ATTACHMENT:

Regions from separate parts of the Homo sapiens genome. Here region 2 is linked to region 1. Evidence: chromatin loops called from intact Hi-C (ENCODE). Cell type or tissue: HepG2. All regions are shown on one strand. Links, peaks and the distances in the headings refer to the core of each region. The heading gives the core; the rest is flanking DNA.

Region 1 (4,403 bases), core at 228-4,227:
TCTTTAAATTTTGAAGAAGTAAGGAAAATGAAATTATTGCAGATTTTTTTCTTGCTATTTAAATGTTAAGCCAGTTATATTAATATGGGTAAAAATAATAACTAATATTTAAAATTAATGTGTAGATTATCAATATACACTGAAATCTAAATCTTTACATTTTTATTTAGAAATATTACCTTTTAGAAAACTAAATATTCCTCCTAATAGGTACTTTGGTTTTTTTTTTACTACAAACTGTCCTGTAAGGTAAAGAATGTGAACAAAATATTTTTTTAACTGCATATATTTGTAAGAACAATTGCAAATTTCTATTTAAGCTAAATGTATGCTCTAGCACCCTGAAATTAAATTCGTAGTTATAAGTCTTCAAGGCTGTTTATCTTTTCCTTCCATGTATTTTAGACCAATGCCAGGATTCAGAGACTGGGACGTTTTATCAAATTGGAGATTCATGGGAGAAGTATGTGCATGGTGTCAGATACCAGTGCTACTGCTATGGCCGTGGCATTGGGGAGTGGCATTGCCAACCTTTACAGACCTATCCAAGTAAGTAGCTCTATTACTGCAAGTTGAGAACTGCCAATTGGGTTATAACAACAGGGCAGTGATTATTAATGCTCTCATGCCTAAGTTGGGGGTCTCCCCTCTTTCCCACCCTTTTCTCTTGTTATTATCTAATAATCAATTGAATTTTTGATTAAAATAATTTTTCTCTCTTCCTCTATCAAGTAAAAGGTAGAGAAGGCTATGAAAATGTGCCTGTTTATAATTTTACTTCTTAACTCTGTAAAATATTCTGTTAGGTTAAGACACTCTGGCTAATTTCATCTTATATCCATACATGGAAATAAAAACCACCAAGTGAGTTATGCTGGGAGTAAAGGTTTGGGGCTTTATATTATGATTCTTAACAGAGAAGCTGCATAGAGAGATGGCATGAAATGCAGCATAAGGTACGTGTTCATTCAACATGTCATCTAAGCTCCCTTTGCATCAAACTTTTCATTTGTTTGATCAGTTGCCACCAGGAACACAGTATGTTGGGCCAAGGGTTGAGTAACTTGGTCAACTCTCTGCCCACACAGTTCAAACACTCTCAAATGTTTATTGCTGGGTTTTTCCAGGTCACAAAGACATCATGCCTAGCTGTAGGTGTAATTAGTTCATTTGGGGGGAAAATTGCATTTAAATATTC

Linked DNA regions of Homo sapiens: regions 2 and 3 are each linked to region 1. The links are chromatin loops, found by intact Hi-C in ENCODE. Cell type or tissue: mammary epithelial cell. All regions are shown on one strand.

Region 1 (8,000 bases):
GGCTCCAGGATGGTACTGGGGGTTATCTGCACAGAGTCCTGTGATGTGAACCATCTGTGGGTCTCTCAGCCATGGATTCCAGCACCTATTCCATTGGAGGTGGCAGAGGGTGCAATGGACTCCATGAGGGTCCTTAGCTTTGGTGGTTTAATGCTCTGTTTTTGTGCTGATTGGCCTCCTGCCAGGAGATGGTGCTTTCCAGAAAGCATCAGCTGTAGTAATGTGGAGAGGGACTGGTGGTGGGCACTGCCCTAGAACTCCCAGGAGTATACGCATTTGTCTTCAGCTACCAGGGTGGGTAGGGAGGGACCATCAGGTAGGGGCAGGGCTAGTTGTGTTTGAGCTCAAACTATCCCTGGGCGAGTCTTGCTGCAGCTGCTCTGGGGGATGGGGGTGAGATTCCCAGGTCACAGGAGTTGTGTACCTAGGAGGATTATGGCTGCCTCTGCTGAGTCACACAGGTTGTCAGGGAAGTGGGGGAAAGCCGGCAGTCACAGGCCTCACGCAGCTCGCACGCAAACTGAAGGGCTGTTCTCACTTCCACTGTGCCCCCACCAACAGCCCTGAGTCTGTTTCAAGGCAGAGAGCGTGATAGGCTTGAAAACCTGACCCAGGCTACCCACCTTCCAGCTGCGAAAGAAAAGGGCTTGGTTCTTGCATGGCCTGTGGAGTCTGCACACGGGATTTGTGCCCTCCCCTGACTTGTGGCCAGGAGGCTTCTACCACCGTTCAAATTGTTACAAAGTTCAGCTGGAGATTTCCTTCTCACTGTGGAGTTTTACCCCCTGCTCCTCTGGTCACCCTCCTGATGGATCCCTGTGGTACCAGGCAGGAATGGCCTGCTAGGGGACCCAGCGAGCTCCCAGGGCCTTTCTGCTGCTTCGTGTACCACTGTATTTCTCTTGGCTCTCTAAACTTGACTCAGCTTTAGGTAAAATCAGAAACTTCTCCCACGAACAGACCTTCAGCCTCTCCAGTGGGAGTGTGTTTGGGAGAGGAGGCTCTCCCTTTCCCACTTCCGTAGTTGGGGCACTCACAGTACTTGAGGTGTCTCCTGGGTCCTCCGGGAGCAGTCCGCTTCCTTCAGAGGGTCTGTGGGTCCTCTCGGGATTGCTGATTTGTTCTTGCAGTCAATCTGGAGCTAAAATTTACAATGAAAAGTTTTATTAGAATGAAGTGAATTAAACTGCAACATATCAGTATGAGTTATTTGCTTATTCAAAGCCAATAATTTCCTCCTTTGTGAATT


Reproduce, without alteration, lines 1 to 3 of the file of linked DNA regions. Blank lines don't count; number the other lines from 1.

Regions from separate parts of the Homo sapiens genome. Here region 2 is linked to region 1. Evidence: chromatin loops called from intact Hi-C (ENCODE). Cell type or tissue: HepG2. All regions are shown on one strand. Links, peaks and the distances in the headings refer to the core of each region. The heading gives the core; the rest is flanking DNA.

Region 1 (4,403 bases), core at 228-4,227:
TCTTTAAATTTTGAAGAAGTAAGGAAAATGAAATTATTGCAGATTTTTTTCTTGCTATTTAAATGTTAAGCCAGTTATATTAATATGGGTAAAAATAATAACTAATATTTAAAATTAATGTGTAGATTATCAATATACACTGAAATCTAAATCTTTACATTTTTATTTAGAAATATTACCTTTTAGAAAACTAAATATTCCTCCTAATAGGTACTTTGGTTTTTTTTTTACTACAAACTGTCCTGTAAGGTAAAGAATGTGAACAAAATATTTTTTTAACTGCATATATTTGTAAGAACAATTGCAAATTTCTATTTAAGCTAAATGTATGCTCTAGCACCCTGAAATTAAATTCGTAGTTATAAGTCTTCAAGGCTGTTTATCTTTTCCTTCCATGTATTTTAGACCAATGCCAGGATTCAGAGACTGGGACGTTTTATCAAATTGGAGATTCATGGGAGAAGTATGTGCATGGTGTCAGATACCAGTGCTACTGCTATGGCCGTGGCATTGGGGAGTGGCATTGCCAACCTTTACAGACCTATCCAAGTAAGTAGCTCTATTACTGCAAGTTGAGAACTGCCAATTGGGTTATAACAACAGGGCAGTGATTATTAATGCTCTCATGCCTAAGTTGGGGGTCTCCCCTCTTTCCCACCCTTTTCTCTTGTTATTATCTAATAATCAATTGAATTTTTGATTAAAATAATTTTTCTCTCTTCCTCTATCAAGTAAAAGGTAGAGAAGGCTATGAAAATGTGCCTGTTTATAATTTTACTTCTTAACTCTGTAAAATATTCTGTTAGGTTAAGACACTCTGGCTAATTTCATCTTATATCCATACATGGAAATAAAAACCACCAAGTGAGTTATGCTGGGAGTAAAGGTTTGGGGCTTTATATTATGATTCTTAACAGAGAAGCTGCATAGAGAGATGGCATGAAATGCAGCATAAGGTACGTGTTCATTCAACATGTCATCTAAGCTCCCTTTGCATCAAACTTTTCATTTGTTTGATCAGTTGCCACCAGGAACACAGTATGTTGGGCCAAGGGTTGAGTAACTTGGTCAACTCTCTGCCCACACAGTTCAAACACTCTCAAATGTTTATTGCTGGGTTTTTCCAGGTCACAAAGACATCATGCCTAGCTGTAGGTGTAATTAGTTCATTTGGGGGGAAAATTGCATTTAAATATTC